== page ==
That transition from fear at the precipice of a journey to the embrace of the unknown seemed to me an image of an essential act of faith—a faith which, as I note in my blog post on the Enterprise theme music, is at the very heart of Star Trek. I liked that idea. I also felt that I was discovering some unexplored land. Certainly, I was not the first to see correlations between Star Trek and Christianity, but my sustained focus on the whole of the franchise (or as much of it as I had gotten through by then) throughout my research had given me new eyes with which to see, not only Star Trek, but also my faith in Christ.

The other reason for the title was that I was exploring the goodness of humanity, as well as our needs, longings and desires, in a kind of honest way that I hadn’t seen much of in popular Christianity. The title was, “The Undiscovered Country: Star Trek and the Christian’s Human Journey” because I felt that reconnecting with our essential humanity is vital to our understanding of our relationship to God. But we had mostly shut that journey down in Christian circles. Indeed, I thought, if there is an undiscovered country in contemporary Christianity, it is perhaps our own humanity.

The paper was going to become a book, so I kept researching. I learned about the importance of building a platform, so I decided to make a website. And, bit by bit, my vision started expanding from the Undiscovered Country paper and book to The Undiscovered Country Project. I found that the more I carried these threads of humanity and Divinity and the purpose of the human soul through Star Trek, the more I saw God reflected in this franchise that was supposed to be denying him.

I grew from seeing correlations to seeing what I came to believe to be the work of God in and through Star Trek, a reflection of humankind’s hunger for Christ that is so great that it permeates even art which, on the surface, distances itself from him. That meant that God might just be at work, not just in Star Trek, but in all of human history—in all of us. It meant that the Data that started the universe was still being spoken by God into all of his creation.


  • Matthew Linder says:

    This is such a hard thing to balance to view people as both image bearers of God under common grace (or special grace in the case of believers) yet know that people are totally depraved and full of sin. I think James 3:9-10 sums it up nicely though: “With the tongue we praise our Lord and father, and with it we curse men, who have been made in God’s likeness. Out of the same mouth come praise and cursing. My brothers, this should not be.”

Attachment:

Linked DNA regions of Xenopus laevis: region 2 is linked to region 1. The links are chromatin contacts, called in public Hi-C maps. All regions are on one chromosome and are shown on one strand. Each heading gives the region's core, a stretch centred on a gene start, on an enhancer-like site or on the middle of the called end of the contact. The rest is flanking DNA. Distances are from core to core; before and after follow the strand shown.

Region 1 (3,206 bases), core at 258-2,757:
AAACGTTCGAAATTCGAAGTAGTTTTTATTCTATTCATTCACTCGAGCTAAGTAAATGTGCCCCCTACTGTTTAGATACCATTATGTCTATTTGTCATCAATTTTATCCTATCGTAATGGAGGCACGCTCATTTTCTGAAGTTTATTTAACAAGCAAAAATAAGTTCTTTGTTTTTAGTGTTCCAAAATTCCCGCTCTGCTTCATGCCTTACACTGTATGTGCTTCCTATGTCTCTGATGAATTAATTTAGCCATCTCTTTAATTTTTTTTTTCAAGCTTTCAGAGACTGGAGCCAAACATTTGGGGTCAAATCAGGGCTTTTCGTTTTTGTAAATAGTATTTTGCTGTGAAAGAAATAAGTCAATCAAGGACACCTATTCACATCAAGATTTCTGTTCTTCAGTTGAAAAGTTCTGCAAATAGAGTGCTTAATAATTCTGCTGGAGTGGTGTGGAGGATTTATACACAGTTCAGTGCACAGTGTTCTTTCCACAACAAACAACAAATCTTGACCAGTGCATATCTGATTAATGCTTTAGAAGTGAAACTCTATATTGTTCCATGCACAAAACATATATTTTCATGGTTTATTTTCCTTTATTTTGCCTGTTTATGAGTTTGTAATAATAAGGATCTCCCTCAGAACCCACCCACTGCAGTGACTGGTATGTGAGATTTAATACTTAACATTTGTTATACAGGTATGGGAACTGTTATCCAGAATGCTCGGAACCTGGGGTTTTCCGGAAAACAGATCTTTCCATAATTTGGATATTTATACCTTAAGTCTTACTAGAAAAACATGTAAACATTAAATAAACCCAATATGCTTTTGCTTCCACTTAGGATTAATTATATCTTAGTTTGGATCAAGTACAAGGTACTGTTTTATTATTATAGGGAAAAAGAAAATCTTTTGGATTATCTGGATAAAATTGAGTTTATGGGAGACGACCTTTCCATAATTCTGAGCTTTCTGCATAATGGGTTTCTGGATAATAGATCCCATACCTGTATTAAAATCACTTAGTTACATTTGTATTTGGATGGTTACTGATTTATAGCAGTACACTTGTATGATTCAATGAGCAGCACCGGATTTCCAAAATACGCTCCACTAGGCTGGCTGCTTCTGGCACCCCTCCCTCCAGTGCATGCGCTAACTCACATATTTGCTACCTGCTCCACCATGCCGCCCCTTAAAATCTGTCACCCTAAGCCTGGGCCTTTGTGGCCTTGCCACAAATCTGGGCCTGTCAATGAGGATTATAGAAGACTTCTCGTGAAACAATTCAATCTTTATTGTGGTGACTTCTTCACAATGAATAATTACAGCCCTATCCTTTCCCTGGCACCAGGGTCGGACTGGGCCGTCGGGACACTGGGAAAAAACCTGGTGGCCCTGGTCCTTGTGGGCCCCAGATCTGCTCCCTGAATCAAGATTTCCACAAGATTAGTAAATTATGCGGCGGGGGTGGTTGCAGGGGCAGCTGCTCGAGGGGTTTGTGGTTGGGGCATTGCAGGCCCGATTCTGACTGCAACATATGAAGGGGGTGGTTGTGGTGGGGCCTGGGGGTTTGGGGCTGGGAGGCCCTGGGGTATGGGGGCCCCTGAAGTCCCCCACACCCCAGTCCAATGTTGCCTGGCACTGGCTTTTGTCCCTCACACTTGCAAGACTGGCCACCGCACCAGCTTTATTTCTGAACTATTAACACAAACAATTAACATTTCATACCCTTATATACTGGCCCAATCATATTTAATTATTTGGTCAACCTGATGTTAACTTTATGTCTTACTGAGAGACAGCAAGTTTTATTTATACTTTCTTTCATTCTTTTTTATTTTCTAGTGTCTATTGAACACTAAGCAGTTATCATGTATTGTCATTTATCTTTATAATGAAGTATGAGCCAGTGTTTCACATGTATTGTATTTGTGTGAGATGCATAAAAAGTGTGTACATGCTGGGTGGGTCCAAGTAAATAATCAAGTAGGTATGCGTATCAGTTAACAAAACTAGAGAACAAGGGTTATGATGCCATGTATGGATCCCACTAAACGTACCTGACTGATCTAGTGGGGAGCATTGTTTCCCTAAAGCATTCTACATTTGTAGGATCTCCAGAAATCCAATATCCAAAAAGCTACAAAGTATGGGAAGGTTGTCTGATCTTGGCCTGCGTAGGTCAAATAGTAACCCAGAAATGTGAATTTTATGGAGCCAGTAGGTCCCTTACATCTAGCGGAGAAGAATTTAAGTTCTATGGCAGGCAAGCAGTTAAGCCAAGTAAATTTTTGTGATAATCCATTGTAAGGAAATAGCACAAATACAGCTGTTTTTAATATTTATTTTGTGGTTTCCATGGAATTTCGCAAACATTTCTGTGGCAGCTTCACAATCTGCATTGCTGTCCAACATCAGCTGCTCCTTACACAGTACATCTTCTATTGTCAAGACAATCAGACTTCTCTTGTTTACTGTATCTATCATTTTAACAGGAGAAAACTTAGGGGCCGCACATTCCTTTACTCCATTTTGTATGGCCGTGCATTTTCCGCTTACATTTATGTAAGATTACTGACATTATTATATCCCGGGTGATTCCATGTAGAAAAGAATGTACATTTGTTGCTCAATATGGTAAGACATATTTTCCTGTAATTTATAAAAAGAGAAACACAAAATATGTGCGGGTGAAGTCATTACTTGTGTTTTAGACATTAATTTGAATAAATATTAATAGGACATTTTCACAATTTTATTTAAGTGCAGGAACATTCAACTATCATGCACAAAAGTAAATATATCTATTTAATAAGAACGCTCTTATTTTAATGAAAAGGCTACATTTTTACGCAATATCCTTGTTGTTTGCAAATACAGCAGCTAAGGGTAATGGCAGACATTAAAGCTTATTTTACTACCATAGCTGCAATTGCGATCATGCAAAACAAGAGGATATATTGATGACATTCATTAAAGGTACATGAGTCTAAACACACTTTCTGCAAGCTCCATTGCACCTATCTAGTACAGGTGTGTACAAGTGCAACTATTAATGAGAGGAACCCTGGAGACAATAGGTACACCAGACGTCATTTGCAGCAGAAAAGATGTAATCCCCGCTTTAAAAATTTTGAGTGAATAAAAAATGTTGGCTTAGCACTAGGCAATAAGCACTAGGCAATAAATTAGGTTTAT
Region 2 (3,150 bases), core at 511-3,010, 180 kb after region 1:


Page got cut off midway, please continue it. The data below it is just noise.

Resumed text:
• Kevin C. Neece says:

    Quite true, Matthew. And I think Star Trek may be at its best when it encounters that dichotomy head-on, as is often the case in Deep Space Nine. Even in the original series, though, members of the crew expressed racist thoughts or went on wild rampages. It seems to me that Star Trek often says that, even if a utopian kind of society has been created on Earth, there is still something broken in the human heart. Star Trek is most honest when it shows us a humanity in progress toward ideals, rather than having arrived there.

  • Leigh says:

    Excellent and insightful article. If the Gospel is in the data and details of Star Trek, refreshing interpretations of each episode need to come to light. The case for the Christ-hauntedness of the series is surprisingly cogent and readily accessible. Beautiful work.

  • Renae Meredith says:

    A good reminder to me to look at all popular culture through eyes that see truth. I so often diminish the importance of a segment of pop culture (or even classic art or literature) with the notion that it’s not biblical, scriptural, or not my “flavor” of spirituality. This keeps me from needing to reflect on a truth that the Spirit might be trying to impress upon me. Thank you for the post and your work.

    • Kevin C. Neece says:

      Thank you, Renae! You’re describing a habit that’s easy to fall into and I’m glad you’re able to see yourself doing it. The more often we can break ourselves free from our preconceptions and be open to whatever God may be doing and wherever he may be doing it, the broader and more colorful our experience of him becomes. I hope your journey is a most fruitful one!

  • Kevin C. Neece says:

    Thanks, Leigh! I use that phrase “Christ-haunted” constantly in my work with Star Trek. The process of discovery leads me to continually look for the ways in which God is telling his story in the whole of human experience. I hope it inspires others to do the same!